Drone activity concerns instructor

Reports of suspicious drones hovering around properties in and around Oamaru, including Oamaru Airport, are cause for concern, a New Zealand Air Academy chief flying instructor says.

In recent weeks it has been reported to the Otago Daily Times and through social media that drones have been spotted flying near or hovering over properties in Oamaru and rural locations at night.

However, it was a potentially deadly incident last week that concerned Oamaru-based New Zealand Air Academy chief flying instructor Celroy Mascarenhas.

While flying near Ashburton on August 30, he was contacted by radio and told three drones had been seen flying around Oamaru Airport, including one over a grass runway, about 8.40pm.

Oamaru-based New Zealand Air Academy chief flying instructor Celroy Mascarenhas says flying...
Oamaru-based New Zealand Air Academy chief flying instructor Celroy Mascarenhas says flying drones near Oamaru Airport could result in disaster. PHOTO: DANIEL BIRCHFIELD
A nearby property owner had contacted one of the academy's students, who informed another flying instructor, who was flying in Oamaru at the time.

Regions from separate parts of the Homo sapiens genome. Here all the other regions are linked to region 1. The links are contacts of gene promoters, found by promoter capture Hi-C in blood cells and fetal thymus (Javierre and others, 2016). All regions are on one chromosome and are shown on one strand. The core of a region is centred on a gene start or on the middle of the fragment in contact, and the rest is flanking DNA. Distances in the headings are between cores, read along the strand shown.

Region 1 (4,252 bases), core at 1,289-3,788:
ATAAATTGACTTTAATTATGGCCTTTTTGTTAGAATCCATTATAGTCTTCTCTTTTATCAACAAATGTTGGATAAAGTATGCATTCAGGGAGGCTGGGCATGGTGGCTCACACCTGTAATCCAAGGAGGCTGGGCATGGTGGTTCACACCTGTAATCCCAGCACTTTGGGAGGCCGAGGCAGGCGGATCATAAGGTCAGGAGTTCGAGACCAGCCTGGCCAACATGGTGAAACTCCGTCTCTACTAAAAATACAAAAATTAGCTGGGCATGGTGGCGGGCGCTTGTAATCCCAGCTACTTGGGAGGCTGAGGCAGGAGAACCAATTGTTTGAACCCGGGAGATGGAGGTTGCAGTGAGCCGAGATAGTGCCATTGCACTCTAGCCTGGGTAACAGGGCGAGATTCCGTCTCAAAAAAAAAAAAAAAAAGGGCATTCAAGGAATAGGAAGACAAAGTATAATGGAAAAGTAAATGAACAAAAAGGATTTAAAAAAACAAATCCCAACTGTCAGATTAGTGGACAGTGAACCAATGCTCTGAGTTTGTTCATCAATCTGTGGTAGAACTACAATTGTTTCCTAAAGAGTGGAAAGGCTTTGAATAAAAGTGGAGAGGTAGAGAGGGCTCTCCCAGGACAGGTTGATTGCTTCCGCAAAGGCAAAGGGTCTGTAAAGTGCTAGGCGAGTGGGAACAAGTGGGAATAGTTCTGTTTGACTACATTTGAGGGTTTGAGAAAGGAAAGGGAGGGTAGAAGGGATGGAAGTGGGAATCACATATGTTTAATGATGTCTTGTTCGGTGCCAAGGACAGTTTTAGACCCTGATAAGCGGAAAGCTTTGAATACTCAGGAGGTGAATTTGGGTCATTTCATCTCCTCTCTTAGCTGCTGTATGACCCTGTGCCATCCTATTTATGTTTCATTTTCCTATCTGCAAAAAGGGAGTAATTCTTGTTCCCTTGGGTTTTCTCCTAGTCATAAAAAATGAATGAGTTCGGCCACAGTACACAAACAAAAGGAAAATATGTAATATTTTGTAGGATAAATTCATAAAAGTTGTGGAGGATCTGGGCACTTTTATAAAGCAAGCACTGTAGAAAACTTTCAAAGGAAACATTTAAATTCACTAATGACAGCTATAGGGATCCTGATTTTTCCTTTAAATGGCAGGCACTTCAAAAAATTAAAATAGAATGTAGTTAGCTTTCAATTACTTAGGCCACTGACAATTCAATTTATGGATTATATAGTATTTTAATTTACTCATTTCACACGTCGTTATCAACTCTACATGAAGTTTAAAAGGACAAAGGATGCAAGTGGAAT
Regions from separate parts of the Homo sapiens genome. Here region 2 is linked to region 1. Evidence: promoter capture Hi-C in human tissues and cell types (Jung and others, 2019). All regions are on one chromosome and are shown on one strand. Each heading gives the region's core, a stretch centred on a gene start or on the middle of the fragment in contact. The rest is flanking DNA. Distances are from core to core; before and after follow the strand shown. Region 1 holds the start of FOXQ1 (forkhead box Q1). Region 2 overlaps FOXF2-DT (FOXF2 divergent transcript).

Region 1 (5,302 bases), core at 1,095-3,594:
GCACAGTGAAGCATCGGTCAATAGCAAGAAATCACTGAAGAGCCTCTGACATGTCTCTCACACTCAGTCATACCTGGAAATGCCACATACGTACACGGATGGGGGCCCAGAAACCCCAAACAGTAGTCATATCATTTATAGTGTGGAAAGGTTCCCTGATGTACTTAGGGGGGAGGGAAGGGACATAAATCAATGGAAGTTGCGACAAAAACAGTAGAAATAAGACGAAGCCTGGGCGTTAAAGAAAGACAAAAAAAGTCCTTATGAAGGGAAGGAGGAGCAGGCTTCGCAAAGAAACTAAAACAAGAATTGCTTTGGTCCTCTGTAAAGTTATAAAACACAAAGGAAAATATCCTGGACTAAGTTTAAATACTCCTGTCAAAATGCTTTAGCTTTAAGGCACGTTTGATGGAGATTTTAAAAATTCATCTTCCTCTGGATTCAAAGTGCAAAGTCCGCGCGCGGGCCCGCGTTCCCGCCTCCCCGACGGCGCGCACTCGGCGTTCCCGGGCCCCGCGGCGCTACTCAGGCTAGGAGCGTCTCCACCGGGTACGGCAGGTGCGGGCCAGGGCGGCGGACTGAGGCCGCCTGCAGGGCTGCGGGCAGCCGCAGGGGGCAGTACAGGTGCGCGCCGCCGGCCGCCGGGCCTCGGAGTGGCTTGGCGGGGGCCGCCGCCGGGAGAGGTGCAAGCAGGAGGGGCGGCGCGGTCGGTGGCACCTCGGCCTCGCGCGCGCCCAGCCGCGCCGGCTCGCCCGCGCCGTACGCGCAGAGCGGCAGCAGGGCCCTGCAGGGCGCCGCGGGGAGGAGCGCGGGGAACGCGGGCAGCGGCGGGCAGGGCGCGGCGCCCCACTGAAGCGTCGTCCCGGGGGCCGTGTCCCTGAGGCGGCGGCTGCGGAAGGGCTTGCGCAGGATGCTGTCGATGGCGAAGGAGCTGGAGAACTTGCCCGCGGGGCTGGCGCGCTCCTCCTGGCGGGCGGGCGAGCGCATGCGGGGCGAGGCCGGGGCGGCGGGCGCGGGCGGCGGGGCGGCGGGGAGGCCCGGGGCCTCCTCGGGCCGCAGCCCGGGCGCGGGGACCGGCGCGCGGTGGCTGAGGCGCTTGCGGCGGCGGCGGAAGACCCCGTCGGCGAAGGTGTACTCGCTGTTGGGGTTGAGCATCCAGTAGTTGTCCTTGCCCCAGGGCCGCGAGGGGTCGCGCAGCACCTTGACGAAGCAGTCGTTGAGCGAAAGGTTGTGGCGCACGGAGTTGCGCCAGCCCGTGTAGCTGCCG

The instructor immediately landed his plane before Mr Mascarenhas touched down in Oamaru about 15 minutes later, without incident.

The drones had disappeared by that time, and flying resumed.

Mr Mascarenhas said the instructor felt it was safer to land straight away.

"Sometimes these drones can be hard to spot from the air, particularly if an operator chooses to turn off their lights. It's very unfortunate that that's happening, because it could potentially lead to an accident. There's potentially a group doing this."

He was concerned it may become more common as drones became cheaper and more
readily available.

Drones bought in New Zealand often came with Civil Aviation Authority information about safe and responsible use, but those bought overseas did not, he said.

Authority rules state a person must not operate a remotely piloted aircraft on or within a 4km radius of any aerodrome, such as the airport and Oamaru Hospital helipad, unless agreed to by the aerodrome operator.

Another incident was reported in Arun St about 9pm on Tuesday, when a person saw a drone outside their house.

They were shaken by the sighting and described it as "creepy" and "invasive".

A drone was recently seen near Orwell St, and others had been spotted in north Oamaru.

Sergeant Blair Corlet, of Oamaru, said instances of suspicious drones had been reported in the past.

"Drone operators need to be aware it's a breach of privacy if there is a recording device on their drone to film around other people's property. It is an offence."

The incident will be reported to the authority.

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